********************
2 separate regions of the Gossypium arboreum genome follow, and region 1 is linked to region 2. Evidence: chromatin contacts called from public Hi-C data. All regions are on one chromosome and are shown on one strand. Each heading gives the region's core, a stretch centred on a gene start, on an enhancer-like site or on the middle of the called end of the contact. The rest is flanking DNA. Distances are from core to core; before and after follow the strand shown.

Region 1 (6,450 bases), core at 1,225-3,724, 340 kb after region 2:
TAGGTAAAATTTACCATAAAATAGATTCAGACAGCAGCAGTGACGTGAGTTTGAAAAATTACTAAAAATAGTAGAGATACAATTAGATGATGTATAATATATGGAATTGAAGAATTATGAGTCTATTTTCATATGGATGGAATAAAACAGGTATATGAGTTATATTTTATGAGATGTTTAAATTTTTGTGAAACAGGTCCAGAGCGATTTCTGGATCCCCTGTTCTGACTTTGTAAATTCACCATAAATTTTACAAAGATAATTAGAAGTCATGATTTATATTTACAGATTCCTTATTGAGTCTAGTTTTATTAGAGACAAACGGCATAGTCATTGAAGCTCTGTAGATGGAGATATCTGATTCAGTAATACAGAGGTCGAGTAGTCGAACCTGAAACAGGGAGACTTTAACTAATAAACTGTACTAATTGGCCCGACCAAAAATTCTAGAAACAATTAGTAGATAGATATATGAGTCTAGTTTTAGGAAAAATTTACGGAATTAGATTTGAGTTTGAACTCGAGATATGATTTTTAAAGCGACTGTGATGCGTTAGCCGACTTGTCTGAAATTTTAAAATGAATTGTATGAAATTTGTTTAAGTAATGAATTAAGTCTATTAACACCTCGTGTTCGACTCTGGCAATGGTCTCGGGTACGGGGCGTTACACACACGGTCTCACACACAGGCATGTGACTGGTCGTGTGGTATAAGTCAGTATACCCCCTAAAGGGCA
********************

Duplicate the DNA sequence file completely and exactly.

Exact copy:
2 separate regions of the Gossypium arboreum genome follow, and region 1 is linked to region 2. Evidence: chromatin contacts called from public Hi-C data. All regions are on one chromosome and are shown on one strand. Each heading gives the region's core, a stretch centred on a gene start, on an enhancer-like site or on the middle of the called end of the contact. The rest is flanking DNA. Distances are from core to core; before and after follow the strand shown.

Region 1 (6,450 bases), core at 1,225-3,724, 340 kb after region 2:
TAGGTAAAATTTACCATAAAATAGATTCAGACAGCAGCAGTGACGTGAGTTTGAAAAATTACTAAAAATAGTAGAGATACAATTAGATGATGTATAATATATGGAATTGAAGAATTATGAGTCTATTTTCATATGGATGGAATAAAACAGGTATATGAGTTATATTTTATGAGATGTTTAAATTTTTGTGAAACAGGTCCAGAGCGATTTCTGGATCCCCTGTTCTGACTTTGTAAATTCACCATAAATTTTACAAAGATAATTAGAAGTCATGATTTATATTTACAGATTCCTTATTGAGTCTAGTTTTATTAGAGACAAACGGCATAGTCATTGAAGCTCTGTAGATGGAGATATCTGATTCAGTAATACAGAGGTCGAGTAGTCGAACCTGAAACAGGGAGACTTTAACTAATAAACTGTACTAATTGGCCCGACCAAAAATTCTAGAAACAATTAGTAGATAGATATATGAGTCTAGTTTTAGGAAAAATTTACGGAATTAGATTTGAGTTTGAACTCGAGATATGATTTTTAAAGCGACTGTGATGCGTTAGCCGACTTGTCTGAAATTTTAAAATGAATTGTATGAAATTTGTTTAAGTAATGAATTAAGTCTATTAACACCTCGTGTTCGACTCTGGCAATGGTCTCGGGTACGGGGCGTTACACACACGGTCTCACACACAGGCATGTGACTGGTCGTGTGGTATAAGTCAGTATACCCCCTAAAGGGCA